PEBBLE BEACH, CA, U.S.A. U.S. ARMY GENERAL, AVIATION PIONEER 09/27/1993, PEBBLE BEACH, DEL MONTE FOREST, CA
General James Harold “Jimmy” Doolittle was a pioneering pilot, aeronautical engineer, combat leader and military strategist whose career stretched from World War I to the height of the Cold War.
He is most famous for leading a daring bombing raid over Tokyo, the first American attack on the Japanese mainland. Doolittle’s 16 planes dropped their bombs and then, lacking fuel to return to their carrier, flew on to crash-land in China and the Soviet Union. He was awarded the Medal of Honor for personal valor and leadership as commander of the Doolittle Raid. This long-range retaliatory air raid on the Japanese main islands on April 18, 1942, four months after the attack on Pearl Harbor was a major morale booster for the United States, and Doolittle was celebrated as a hero.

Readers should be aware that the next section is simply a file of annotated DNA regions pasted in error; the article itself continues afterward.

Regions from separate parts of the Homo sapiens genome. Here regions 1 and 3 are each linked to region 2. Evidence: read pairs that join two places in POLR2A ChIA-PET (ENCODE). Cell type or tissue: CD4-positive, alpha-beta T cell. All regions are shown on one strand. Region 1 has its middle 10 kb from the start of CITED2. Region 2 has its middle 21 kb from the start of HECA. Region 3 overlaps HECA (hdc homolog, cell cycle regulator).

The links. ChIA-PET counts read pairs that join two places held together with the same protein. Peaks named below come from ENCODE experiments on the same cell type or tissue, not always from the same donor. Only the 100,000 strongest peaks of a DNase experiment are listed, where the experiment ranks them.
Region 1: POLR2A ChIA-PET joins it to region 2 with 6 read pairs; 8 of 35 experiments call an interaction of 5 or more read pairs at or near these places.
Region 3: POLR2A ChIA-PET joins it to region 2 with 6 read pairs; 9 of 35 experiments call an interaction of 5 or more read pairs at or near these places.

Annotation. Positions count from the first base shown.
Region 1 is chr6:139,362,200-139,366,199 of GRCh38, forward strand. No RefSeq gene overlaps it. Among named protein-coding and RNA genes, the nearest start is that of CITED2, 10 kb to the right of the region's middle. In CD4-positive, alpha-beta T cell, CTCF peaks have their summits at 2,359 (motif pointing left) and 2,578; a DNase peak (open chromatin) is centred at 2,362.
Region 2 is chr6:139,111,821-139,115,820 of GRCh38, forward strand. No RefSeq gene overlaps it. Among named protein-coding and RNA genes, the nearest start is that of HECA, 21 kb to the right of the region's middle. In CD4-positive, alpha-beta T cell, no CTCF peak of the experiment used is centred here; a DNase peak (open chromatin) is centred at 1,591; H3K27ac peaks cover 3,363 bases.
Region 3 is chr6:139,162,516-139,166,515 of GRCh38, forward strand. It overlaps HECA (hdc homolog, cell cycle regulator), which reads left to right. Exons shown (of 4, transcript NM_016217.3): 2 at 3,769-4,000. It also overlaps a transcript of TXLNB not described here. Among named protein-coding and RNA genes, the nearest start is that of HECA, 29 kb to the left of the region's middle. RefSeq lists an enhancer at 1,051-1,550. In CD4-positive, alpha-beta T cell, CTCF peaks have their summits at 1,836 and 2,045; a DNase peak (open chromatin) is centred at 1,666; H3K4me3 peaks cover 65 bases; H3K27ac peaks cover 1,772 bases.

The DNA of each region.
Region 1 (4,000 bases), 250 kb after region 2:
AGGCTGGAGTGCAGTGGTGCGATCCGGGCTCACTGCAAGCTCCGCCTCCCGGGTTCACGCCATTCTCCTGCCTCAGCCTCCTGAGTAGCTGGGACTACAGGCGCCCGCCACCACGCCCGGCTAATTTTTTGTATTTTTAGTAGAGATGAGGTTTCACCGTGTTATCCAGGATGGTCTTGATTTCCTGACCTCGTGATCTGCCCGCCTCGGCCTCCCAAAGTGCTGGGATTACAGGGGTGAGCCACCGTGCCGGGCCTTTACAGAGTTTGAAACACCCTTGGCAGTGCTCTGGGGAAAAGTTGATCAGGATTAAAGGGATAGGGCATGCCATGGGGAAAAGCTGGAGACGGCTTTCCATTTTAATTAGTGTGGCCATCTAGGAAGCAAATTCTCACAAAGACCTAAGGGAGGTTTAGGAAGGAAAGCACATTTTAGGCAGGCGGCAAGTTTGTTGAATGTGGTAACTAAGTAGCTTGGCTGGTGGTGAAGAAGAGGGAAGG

James Harold Doolittle was born December 14, 1896 in Alameda,CA. He spent his youth in Nome, AK where he earned a reputation as a boxer. His parents were Frank Henry Doolittle and Rosa (Rose) Cerenah Shephard. He made early coast-to-coast flights, won many flying races and most significantly, and helped develop instrument flying.
General Doolittle received a B.A. Degree from University of California, Berkeley, graduating in 1922. He earned a doctorate in aeronautics from M.I.T. in 1925. General Doolittle was a flying instructor during WWI, and a Reserve officer in the United States Army Air Corps. Doolittle was recalled to active duty during World War II.
He was promoted to LT General and commanded the Twelfth Air Force over North Africa, the Fifteenth Air Force over the Mediterranean, and the Eighth Air Force over Europe. After WWII he left the Air Force. He remained active in various technical fields. President Ronald Reagan promoted James Doolittle to general in 1985.
General Doolittle’s most important contribution to aeronautical technology were his experiments with and implementation of instrument flying. In 1929, he became the first pilot to take off, fly and land an airplane using only instruments, without a view outside the cockpit.